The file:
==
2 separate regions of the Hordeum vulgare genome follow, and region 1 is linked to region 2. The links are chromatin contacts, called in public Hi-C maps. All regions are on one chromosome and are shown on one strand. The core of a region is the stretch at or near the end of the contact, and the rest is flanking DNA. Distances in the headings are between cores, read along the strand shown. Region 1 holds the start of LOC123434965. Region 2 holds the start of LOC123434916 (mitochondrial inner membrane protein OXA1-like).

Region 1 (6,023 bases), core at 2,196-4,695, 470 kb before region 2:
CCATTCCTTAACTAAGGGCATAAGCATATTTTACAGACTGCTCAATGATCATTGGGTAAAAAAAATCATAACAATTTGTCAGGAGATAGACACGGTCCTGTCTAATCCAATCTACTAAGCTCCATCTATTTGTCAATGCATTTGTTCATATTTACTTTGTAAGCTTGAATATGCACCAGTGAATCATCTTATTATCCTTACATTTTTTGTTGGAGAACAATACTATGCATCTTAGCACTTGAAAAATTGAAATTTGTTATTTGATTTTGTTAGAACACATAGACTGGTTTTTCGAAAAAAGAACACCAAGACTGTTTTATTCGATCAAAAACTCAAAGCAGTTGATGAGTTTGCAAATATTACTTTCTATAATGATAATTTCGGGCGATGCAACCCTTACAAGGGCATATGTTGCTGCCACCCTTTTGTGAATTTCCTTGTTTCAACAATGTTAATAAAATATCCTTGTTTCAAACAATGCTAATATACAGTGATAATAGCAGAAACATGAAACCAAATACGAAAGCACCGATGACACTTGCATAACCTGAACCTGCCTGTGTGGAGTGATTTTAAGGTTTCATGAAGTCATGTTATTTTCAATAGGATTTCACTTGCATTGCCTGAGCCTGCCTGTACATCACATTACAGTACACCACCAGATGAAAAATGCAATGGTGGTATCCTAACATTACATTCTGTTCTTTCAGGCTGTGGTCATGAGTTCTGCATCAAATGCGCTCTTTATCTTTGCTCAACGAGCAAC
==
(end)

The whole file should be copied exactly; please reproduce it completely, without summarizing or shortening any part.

2 separate regions of the Hordeum vulgare genome follow, and region 1 is linked to region 2. The links are chromatin contacts, called in public Hi-C maps. All regions are on one chromosome and are shown on one strand. The core of a region is the stretch at or near the end of the contact, and the rest is flanking DNA. Distances in the headings are between cores, read along the strand shown. Region 1 holds the start of LOC123434965. Region 2 holds the start of LOC123434916 (mitochondrial inner membrane protein OXA1-like).

Region 1 (6,023 bases), core at 2,196-4,695, 470 kb before region 2:
CCATTCCTTAACTAAGGGCATAAGCATATTTTACAGACTGCTCAATGATCATTGGGTAAAAAAAATCATAACAATTTGTCAGGAGATAGACACGGTCCTGTCTAATCCAATCTACTAAGCTCCATCTATTTGTCAATGCATTTGTTCATATTTACTTTGTAAGCTTGAATATGCACCAGTGAATCATCTTATTATCCTTACATTTTTTGTTGGAGAACAATACTATGCATCTTAGCACTTGAAAAATTGAAATTTGTTATTTGATTTTGTTAGAACACATAGACTGGTTTTTCGAAAAAAGAACACCAAGACTGTTTTATTCGATCAAAAACTCAAAGCAGTTGATGAGTTTGCAAATATTACTTTCTATAATGATAATTTCGGGCGATGCAACCCTTACAAGGGCATATGTTGCTGCCACCCTTTTGTGAATTTCCTTGTTTCAACAATGTTAATAAAATATCCTTGTTTCAAACAATGCTAATATACAGTGATAATAGCAGAAACATGAAACCAAATACGAAAGCACCGATGACACTTGCATAACCTGAACCTGCCTGTGTGGAGTGATTTTAAGGTTTCATGAAGTCATGTTATTTTCAATAGGATTTCACTTGCATTGCCTGAGCCTGCCTGTACATCACATTACAGTACACCACCAGATGAAAAATGCAATGGTGGTATCCTAACATTACATTCTGTTCTTTCAGGCTGTGGTCATGAGTTCTGCATCAAATGCGCTCTTTATCTTTGCTCAACGAGCAAC